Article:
Hart Merriam “Lone Wolf” Schultz, the son produced by James Willard Schultz and his first wife Natahki, a Blackfoot maiden, was born in 1882 and grew up on the Blackfoot Reservation in Montana, gaining cowboy skills on his mother’s ranch.
He left for his health after the death of his mother in 1903 and found his way to the Grand Canyon in 1906, where he worked as a cowboy, wrangler, and guide and painted as he went along. (He was known to brag, with some reason, that he could ride anything with four legs and draw it as well!)
In later years, Lone Wolf attended the Art Students League School in Los Angeles and the Chicago Art Institute. A prolific painter of Indian and western scenes, he left his distinctive wolf-head signature on some 500 paintings. His first one-man show in Los Angeles was in 1917, and he later enjoyed great success in shows in New York and other cities around the country. Customers for his paintings included the Santa Fe Railroad, Mrs. Calvin Coolidge, Herbert Hoover, and the rich and famous of England and France, among others. Many of his paintings and bronzes are in museum collections today.
Sometime during the early 1900s, Lone Wolf and his father were re-united in Los Angeles, and James Willard Schultz was pleased to learn of his son’s progress with his painting. In the summer of 1914, they hunted together in Arizona, using Butterfly Lodge as their “base camp”. In 1916, Lone Wolf married Naoma Tracy ( a marriage that lasted 54 years).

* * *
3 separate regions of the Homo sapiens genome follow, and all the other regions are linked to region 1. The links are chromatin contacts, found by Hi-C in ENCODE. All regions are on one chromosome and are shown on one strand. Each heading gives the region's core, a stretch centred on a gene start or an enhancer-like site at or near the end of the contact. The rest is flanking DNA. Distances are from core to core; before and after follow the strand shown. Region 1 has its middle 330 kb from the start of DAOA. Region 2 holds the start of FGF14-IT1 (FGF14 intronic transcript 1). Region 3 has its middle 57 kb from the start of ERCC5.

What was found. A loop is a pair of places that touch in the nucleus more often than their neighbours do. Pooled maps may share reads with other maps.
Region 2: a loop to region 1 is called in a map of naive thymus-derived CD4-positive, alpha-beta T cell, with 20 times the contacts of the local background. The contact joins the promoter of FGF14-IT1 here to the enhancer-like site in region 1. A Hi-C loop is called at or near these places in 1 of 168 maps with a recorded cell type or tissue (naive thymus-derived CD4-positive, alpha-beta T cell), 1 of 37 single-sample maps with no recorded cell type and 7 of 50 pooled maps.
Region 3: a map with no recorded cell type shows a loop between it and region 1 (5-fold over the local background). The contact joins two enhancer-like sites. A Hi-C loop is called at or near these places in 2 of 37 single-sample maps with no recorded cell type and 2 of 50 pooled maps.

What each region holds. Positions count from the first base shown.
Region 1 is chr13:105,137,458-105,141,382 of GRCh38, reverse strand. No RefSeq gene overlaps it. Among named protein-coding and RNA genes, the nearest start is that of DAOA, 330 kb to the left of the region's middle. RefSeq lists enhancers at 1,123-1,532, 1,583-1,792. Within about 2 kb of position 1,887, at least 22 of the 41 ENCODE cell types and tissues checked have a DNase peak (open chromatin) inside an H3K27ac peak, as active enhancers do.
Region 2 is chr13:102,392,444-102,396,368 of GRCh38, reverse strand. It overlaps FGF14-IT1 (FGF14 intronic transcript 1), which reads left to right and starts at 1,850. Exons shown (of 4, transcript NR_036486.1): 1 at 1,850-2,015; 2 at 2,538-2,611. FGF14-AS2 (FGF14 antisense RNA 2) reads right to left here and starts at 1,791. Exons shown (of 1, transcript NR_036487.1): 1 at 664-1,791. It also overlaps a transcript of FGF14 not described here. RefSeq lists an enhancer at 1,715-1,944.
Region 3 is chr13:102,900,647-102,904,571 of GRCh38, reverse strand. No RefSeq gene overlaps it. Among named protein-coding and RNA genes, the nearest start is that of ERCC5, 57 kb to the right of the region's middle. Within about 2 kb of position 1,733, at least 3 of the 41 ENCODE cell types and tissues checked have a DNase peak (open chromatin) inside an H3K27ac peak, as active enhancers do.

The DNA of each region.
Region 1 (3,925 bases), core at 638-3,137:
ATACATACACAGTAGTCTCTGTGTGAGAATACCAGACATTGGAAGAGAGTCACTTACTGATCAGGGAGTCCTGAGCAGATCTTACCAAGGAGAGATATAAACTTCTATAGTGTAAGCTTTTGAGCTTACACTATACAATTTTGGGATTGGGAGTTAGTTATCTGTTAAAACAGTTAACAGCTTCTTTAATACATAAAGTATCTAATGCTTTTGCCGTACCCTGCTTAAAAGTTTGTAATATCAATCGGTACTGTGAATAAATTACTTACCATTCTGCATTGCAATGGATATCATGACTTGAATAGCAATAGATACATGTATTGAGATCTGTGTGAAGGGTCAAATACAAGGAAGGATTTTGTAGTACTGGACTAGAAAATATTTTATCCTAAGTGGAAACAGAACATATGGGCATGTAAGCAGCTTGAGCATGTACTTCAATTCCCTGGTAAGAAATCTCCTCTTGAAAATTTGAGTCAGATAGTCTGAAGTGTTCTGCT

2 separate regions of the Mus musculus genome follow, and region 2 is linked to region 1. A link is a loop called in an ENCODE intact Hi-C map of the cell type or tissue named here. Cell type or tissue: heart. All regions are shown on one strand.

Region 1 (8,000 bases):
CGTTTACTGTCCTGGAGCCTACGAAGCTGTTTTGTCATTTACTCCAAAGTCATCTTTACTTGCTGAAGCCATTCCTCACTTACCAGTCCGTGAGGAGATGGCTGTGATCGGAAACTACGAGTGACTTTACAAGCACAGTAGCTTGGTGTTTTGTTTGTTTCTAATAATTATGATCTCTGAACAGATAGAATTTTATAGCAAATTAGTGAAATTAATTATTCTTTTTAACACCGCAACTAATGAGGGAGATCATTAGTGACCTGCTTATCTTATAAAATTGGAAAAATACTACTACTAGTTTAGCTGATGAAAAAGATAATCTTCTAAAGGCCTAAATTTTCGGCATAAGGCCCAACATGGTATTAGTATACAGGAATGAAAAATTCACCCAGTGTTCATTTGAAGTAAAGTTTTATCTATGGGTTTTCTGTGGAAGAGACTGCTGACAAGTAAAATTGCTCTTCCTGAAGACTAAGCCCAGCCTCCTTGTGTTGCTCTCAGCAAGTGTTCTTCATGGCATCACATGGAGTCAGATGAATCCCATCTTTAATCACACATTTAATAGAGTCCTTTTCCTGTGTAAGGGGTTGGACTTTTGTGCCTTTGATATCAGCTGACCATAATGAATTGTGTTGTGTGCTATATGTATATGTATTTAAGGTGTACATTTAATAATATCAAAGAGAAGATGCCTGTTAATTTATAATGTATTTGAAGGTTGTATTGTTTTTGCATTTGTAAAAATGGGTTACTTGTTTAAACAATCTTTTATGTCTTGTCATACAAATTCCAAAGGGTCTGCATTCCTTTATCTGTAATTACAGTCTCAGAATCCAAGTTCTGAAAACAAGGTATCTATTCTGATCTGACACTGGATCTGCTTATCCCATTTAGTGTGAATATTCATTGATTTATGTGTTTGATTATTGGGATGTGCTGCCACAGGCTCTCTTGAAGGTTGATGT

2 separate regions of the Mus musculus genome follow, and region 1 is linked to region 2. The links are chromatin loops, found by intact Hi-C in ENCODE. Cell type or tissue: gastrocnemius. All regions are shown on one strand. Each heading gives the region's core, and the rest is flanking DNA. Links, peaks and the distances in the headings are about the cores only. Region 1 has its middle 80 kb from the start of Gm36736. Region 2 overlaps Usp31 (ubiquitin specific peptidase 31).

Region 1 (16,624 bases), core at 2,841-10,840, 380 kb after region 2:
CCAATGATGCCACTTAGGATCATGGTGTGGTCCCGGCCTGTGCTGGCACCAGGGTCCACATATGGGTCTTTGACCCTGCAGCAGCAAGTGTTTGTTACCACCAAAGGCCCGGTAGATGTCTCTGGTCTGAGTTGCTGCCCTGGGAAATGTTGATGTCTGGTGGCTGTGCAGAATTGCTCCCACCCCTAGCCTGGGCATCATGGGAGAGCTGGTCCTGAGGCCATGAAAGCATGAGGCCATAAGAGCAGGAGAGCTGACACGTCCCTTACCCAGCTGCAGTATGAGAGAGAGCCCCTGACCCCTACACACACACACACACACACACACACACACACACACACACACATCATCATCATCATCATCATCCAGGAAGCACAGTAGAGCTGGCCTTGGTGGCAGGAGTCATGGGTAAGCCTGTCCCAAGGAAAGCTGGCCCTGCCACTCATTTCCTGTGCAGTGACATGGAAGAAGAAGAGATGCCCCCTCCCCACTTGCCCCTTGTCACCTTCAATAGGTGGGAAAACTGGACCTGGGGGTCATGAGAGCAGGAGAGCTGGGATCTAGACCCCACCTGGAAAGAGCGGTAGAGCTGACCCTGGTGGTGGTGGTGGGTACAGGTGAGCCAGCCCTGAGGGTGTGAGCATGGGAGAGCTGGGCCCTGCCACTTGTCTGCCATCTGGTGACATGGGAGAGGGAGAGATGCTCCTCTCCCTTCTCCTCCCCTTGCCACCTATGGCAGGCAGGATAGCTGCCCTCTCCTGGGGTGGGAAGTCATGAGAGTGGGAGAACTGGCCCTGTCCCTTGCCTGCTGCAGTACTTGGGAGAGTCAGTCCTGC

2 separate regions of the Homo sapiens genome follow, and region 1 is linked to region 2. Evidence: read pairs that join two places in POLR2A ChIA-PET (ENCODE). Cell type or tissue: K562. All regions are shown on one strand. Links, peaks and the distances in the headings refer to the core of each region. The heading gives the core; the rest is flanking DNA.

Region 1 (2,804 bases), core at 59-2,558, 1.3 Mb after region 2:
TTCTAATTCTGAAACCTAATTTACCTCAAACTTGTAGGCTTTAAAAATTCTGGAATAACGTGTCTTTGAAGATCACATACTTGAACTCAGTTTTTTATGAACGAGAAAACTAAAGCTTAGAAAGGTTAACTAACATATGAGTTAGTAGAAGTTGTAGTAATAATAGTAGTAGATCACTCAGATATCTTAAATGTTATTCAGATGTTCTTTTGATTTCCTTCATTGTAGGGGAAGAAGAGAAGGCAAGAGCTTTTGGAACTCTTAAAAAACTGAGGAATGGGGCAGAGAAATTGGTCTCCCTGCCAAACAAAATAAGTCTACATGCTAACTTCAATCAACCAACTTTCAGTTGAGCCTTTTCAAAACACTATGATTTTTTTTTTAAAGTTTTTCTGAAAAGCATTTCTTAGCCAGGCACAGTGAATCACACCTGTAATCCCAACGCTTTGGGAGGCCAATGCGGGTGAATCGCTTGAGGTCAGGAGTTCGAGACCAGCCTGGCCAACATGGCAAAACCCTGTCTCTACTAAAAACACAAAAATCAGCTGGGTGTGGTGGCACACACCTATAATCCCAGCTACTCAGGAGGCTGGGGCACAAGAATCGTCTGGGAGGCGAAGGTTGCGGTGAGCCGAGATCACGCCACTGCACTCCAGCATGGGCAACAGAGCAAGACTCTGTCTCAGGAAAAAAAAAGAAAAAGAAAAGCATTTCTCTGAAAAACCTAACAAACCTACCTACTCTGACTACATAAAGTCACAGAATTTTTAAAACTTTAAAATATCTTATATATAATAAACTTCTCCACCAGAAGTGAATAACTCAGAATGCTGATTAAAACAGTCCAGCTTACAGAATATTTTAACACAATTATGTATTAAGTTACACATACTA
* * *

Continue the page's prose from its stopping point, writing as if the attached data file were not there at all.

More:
By 1920, the father had built a small guest cottage (since removed) for Lone Wolf and his wife on the Butterfly Lodge’s property. A few years later, he gave the lodge to Lone Wolf and Naoma. Over the mantle of the main cabin they hung Lone Wolf’s painting of the Grand Canyon, which he had painted for her as a wedding present. They also decorated the cabin’s large fireplace with figures of bison that he had sculpted. He considered himself an Indian, so on the walls they displayed tomahawks, buffalo robes, Indian rugs, beaded outfits of buckskin, war bonnets, and his grandfather’s suit decorated with strips of hair that Lone Wolf said were scalps that had been taken by his relatives in Montana.
Butterfly Lodge became his winter/spring studio, and was often visited by friends, the famous, and the curious. In the summer, the couple traveled to St. Mary’s Lake at Glacier Park, where his studio was in a tipi. They also spent many winters in Tucson, where he would dress as a Blackfoot and ride horseback in its annual La Fiesta de los Vaqueros rodeo parades.
The Mormon community in the eastern Arizona town of Eagar was very proud of the large five-foot by eight-foot painting depicting Jacob Hamblin as missionary among the Navajos that Lone Wolf donated to their stake. It still is displayed at the LDS church in Eagar.
Hart Merriam “Lone Wolf” Schultz was almost 88 when he died on February 9, 1970 in Tucson. His ashes were buried in Montana in the grave of his Blackfoot uncle, Last Rider.